(This is a reprint of an article used in this column many times before for Veteran’s Day. Every time I try to write something new for Veteran’s Day, I find I am unable to better express my feelings for those who served in our military. If you have read this before, I hope you will find it worth your time to read it once again.)
We are playing taps far too frequently these days for our comrades from World War II, and Korean War vets are also decreasing in numbers. We Vietnam era vets know we’re next.
Like many veterans, I belong to the American Legion in my hometown. Most American Legion posts are similar, with fish fries on Friday nights, Bingo on Wednesdays, barbecues in the summer, country music on the jukebox and a faint odor of stale beer, cigarettes and popcorn in the hospitality room.
Give most vets half-a-chance and they will share their military experiences with other vets, but there are a few vets who don’t share their military experiences with anyone. Some sit quietly at the end of the bar, not really talking to anyone, while others might socialize until the subject turns to war memories; then they quietly withdraw.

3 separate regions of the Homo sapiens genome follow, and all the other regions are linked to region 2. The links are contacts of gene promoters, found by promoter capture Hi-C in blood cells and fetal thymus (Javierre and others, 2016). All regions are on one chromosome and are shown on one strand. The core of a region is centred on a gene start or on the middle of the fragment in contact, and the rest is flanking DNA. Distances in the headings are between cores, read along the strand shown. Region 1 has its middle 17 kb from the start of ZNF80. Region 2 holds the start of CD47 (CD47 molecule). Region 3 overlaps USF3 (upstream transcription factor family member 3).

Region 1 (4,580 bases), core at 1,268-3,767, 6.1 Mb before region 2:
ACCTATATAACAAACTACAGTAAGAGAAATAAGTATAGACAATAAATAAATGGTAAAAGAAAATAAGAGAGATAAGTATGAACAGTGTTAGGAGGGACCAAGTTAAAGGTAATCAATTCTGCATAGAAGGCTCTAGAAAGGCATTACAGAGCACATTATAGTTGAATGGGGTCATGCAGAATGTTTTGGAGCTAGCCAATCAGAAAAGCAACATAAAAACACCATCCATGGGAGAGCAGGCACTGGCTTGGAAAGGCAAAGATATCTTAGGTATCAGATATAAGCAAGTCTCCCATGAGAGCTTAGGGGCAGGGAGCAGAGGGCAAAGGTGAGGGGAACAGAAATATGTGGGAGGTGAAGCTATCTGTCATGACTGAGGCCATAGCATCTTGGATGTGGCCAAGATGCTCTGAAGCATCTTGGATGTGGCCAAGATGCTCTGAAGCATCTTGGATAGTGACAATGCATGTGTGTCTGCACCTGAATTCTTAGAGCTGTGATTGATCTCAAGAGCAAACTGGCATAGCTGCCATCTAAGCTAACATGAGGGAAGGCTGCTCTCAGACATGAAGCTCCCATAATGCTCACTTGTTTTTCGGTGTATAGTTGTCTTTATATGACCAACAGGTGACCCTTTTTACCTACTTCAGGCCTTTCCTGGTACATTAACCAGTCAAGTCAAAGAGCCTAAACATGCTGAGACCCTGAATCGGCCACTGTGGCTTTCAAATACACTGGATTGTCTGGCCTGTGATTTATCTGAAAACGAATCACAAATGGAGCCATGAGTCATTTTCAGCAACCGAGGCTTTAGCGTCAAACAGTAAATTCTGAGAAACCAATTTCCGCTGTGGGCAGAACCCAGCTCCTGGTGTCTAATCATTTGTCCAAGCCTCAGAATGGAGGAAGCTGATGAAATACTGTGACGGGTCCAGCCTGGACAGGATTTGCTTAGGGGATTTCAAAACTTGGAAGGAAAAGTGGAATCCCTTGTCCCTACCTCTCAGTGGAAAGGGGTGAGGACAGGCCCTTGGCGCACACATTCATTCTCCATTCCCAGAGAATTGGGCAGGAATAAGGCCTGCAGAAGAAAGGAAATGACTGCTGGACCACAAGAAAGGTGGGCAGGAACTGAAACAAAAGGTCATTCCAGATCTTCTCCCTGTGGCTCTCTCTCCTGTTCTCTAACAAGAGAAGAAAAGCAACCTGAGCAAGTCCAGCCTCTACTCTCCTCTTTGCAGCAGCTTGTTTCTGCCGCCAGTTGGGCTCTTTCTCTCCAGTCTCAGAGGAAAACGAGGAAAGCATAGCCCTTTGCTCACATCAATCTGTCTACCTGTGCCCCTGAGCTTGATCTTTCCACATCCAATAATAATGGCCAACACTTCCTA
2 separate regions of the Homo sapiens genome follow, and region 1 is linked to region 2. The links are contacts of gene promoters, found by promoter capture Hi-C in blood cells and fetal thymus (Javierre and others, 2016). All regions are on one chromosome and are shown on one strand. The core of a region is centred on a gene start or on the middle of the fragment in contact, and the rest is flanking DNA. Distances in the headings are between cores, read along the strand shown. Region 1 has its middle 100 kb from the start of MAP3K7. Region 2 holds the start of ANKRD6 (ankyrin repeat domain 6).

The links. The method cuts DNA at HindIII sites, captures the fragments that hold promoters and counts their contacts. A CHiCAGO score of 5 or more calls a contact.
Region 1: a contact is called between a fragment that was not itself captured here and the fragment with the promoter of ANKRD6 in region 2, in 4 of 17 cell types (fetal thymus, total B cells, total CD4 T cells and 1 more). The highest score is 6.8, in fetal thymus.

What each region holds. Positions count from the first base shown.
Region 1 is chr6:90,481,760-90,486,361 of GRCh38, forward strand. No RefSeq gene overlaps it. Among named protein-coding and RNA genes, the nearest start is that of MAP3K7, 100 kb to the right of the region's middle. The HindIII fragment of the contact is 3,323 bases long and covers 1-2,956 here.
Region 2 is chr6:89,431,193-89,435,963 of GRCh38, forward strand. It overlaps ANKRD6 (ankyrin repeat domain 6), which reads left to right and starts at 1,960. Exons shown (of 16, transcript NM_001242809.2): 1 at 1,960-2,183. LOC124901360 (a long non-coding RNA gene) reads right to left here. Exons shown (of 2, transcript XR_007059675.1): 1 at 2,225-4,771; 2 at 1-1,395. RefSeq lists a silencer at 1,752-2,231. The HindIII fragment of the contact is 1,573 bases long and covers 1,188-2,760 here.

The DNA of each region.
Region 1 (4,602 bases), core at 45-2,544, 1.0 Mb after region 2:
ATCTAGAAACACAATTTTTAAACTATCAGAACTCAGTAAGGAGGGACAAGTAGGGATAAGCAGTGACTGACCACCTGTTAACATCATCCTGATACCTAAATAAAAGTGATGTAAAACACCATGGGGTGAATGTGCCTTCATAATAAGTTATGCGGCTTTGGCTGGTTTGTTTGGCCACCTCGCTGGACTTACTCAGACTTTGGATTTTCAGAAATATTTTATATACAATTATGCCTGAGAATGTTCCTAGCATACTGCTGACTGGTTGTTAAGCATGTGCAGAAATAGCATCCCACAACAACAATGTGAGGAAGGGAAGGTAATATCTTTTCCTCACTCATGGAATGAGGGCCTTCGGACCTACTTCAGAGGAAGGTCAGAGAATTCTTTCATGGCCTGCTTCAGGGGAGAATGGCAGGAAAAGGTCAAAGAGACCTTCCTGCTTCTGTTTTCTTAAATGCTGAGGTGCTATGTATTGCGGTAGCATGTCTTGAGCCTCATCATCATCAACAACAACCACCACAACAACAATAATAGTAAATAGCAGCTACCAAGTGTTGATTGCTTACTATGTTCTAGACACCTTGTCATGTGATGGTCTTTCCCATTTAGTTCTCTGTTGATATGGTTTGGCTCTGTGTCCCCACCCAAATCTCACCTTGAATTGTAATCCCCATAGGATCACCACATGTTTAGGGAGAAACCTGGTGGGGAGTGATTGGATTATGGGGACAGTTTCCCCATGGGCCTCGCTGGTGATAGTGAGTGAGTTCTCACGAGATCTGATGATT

One of my dearest friends served in Vietnam. I served during the war, but he served in the war – there is a big difference. I have many good memories of my military experience I like to remember, but he has a lot of memories of his military experience he would give anything to forget. As close as we are, he has never shared them with me.
Everyone who fought for their country in every war was wounded in some way or another – physically, spiritually or emotionally. Some wounds are much more serious than others, and they don’t always come from bullets.
I have seen the scars from the entry wounds on my friend’s abdomen and the scars from the exit wounds on his back. As painful as these wounds were, the most painful wounds he suffered left scars on his soul. Try as he might, he cannot drink them away.
Legion and VFW posts are not elegant country clubs where prospects need pull, position or power to become members, and wealth is not an eligibility requirement. Still for many of our veterans, the price for membership was terribly high.
Regardless of which era they come from, which war they served during or in, or which uniform they wore – our veterans deserve our heartfelt thanks.